Today, post the New York close, 3D printer maker ExOne (XONE) dropped 16.35% in after-market trading after reporting second quarter earnings and 2013 outlook.
That's 16.35%. We're talking $12.30 a share. And that comes right after a market session that saw the stock climb almost 7% or $4.91 a share.
If you focus on the usual financial fundamentals, it's hard to understand the magnitude of that drop. After all, while the company did report a loss of 8 cents a share, that was what Wall Street had projected. Revenue climbed 97.2% year over year to $9.23 million. That was slightly ahead of the $9.11 million consensus.
Guidance for the full 2013 year was a bit disappointing, true. For 2013 the company now projects revenue near the lower end of its former guidance range of $48 million to $52 million. The lower end of that range is slightly below the $50.46 million Wall Street consensus. But considering how lumpy ExOne's sales are -- in the second quarter it sold four of its very largest S-Max 3D machines -- and that ExOne's "warning" talked about the timing of end of the year sales, this guidance wasn't all that alarming.
To understand the reason for the stock's huge afterhours drop, I think you've got to look at the "other" fundamentals. In this case it's not the fundamentals of earnings and revenue that explain the stock's movement, but the "fundamentals" of the stock as a market vehicle.
What does that mean?
Start with the tiny float for ExOne shares. The total number of shares that can be traded is just 6.78 million. (Technology stock Intel (INTC), for comparison, trades a daily volume of 41 million shares.) In other words, it doesn't take much volume to move this stock BIG.
Then look at the chart. ExOne went public only last February. The shares spent a couple of months building a base and then exploded upwards. Starting from $31.79 on April 22, ExOne shares rocketed 138% to $75.67 at the Aug. 13 close. A lot of owners of ExOne are sitting on big paper profits that can only be turned into cash if they sell.
The last two times ExOne reported earnings the stock plunged to the then 20-day simple moving average and then held there. Going into today's earnings event, the 20-day moving average was at $64.50. I'd think that a lot of the owners of this stock know that history and their first thought on seeing the stock start to fall was probably, "Let me sell now before this drops all the way to the 20-day moving average again." In after-hours trading the shares stabilized at $63.22, just a tad below the 20-day moving average.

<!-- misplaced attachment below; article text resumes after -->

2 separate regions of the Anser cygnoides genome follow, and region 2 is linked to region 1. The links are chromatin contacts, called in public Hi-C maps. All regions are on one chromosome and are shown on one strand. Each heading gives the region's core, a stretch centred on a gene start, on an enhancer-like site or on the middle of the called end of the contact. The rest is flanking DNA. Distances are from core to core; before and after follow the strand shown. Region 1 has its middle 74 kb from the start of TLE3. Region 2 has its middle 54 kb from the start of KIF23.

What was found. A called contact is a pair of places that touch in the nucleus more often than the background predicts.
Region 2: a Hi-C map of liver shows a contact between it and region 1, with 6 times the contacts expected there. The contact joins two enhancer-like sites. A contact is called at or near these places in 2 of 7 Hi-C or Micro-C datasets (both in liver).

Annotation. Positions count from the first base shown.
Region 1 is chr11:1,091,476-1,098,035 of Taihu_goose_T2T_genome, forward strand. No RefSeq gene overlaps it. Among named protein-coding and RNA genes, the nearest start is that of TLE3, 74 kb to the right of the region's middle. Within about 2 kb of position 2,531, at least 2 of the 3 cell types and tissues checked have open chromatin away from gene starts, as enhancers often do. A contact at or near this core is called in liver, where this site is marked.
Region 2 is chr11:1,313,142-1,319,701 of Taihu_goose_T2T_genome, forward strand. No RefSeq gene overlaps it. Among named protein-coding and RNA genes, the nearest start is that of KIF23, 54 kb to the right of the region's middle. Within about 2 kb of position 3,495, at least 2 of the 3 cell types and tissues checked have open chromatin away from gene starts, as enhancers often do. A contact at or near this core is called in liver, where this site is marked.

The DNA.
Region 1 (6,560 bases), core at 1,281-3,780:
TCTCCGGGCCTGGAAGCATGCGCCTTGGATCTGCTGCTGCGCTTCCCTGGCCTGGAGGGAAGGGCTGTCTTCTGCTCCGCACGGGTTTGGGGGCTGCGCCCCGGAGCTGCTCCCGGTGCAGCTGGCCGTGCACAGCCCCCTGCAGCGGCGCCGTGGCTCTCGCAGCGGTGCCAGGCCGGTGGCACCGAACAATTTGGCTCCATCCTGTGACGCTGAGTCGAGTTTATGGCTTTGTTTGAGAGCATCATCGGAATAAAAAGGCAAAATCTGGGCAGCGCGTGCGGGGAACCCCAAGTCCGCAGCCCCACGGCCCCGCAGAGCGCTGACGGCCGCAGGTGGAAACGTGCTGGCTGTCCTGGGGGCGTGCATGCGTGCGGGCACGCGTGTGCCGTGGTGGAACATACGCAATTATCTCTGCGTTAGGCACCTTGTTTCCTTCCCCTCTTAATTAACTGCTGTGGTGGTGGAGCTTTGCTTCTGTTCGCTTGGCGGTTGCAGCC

And one final "fundamental." Going into earnings, this was one heavily shorted stock. The short interest stood at 28%. The short interest is the number of shares sold short by investors betting the stock will fall divided by the total daily volume. At 28% ExOne had a lot of market players betting against it going into earnings.
At some point a big short position turns into support for a stock once short sellers decide the stock isn't going to fall quickly anymore and buy shares to cover their short positions. (You short a stock by borrowing shares and then selling them. Your bet is that you'll be able to replace those borrowed shares with shares you've bought in the market at a lower price.)
The fundamentals say that ExOne could well stabilize at something like today's after-market price since it is so near the 20-day moving average and since so many shorts will be looking to cover and capture their profits. Stabilizing here is what I'd expect from a stock with ExOne's market fundamentals. If it falls further, I think you'll need to dig deeper into the other fundamentals, those of the company's business, for reasons.